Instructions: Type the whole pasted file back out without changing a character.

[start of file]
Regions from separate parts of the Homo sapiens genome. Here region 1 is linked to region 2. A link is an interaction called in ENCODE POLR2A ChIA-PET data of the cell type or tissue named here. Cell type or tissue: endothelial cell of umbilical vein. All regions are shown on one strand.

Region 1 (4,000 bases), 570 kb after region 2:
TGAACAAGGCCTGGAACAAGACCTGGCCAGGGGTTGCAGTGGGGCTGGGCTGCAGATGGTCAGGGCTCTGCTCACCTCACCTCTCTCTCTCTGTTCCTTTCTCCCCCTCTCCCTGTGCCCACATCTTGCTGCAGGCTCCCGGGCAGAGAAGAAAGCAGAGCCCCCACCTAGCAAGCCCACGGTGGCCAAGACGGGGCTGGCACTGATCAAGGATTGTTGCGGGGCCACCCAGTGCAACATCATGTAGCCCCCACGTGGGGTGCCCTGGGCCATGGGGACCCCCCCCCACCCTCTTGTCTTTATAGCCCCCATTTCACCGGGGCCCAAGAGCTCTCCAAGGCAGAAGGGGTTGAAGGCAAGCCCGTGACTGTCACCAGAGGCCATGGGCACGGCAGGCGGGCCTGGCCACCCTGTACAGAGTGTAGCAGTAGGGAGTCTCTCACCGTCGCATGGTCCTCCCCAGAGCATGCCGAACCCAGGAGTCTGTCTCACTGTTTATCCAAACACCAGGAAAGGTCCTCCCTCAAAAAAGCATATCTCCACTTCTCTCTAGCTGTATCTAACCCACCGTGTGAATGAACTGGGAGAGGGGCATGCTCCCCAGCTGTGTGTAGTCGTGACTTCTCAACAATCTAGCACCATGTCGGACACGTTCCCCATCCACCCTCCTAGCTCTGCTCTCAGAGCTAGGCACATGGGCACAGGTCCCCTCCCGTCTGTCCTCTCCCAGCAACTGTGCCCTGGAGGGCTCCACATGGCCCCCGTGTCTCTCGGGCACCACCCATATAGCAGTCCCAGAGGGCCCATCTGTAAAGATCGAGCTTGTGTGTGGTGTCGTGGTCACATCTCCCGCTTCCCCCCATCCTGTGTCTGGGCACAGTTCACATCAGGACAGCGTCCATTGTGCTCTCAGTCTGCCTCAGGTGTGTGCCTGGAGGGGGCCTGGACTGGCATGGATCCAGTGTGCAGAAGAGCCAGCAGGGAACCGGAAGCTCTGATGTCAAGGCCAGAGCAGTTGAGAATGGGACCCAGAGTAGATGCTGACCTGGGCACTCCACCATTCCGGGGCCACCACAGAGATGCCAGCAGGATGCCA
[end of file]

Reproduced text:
Regions from separate parts of the Homo sapiens genome. Here region 1 is linked to region 2. A link is an interaction called in ENCODE POLR2A ChIA-PET data of the cell type or tissue named here. Cell type or tissue: endothelial cell of umbilical vein. All regions are shown on one strand.

Region 1 (4,000 bases), 570 kb after region 2:
TGAACAAGGCCTGGAACAAGACCTGGCCAGGGGTTGCAGTGGGGCTGGGCTGCAGATGGTCAGGGCTCTGCTCACCTCACCTCTCTCTCTCTGTTCCTTTCTCCCCCTCTCCCTGTGCCCACATCTTGCTGCAGGCTCCCGGGCAGAGAAGAAAGCAGAGCCCCCACCTAGCAAGCCCACGGTGGCCAAGACGGGGCTGGCACTGATCAAGGATTGTTGCGGGGCCACCCAGTGCAACATCATGTAGCCCCCACGTGGGGTGCCCTGGGCCATGGGGACCCCCCCCCACCCTCTTGTCTTTATAGCCCCCATTTCACCGGGGCCCAAGAGCTCTCCAAGGCAGAAGGGGTTGAAGGCAAGCCCGTGACTGTCACCAGAGGCCATGGGCACGGCAGGCGGGCCTGGCCACCCTGTACAGAGTGTAGCAGTAGGGAGTCTCTCACCGTCGCATGGTCCTCCCCAGAGCATGCCGAACCCAGGAGTCTGTCTCACTGTTTATCCAAACACCAGGAAAGGTCCTCCCTCAAAAAAGCATATCTCCACTTCTCTCTAGCTGTATCTAACCCACCGTGTGAATGAACTGGGAGAGGGGCATGCTCCCCAGCTGTGTGTAGTCGTGACTTCTCAACAATCTAGCACCATGTCGGACACGTTCCCCATCCACCCTCCTAGCTCTGCTCTCAGAGCTAGGCACATGGGCACAGGTCCCCTCCCGTCTGTCCTCTCCCAGCAACTGTGCCCTGGAGGGCTCCACATGGCCCCCGTGTCTCTCGGGCACCACCCATATAGCAGTCCCAGAGGGCCCATCTGTAAAGATCGAGCTTGTGTGTGGTGTCGTGGTCACATCTCCCGCTTCCCCCCATCCTGTGTCTGGGCACAGTTCACATCAGGACAGCGTCCATTGTGCTCTCAGTCTGCCTCAGGTGTGTGCCTGGAGGGGGCCTGGACTGGCATGGATCCAGTGTGCAGAAGAGCCAGCAGGGAACCGGAAGCTCTGATGTCAAGGCCAGAGCAGTTGAGAATGGGACCCAGAGTAGATGCTGACCTGGGCACTCCACCATTCCGGGGCCACCACAGAGATGCCAGCAGGATGCCA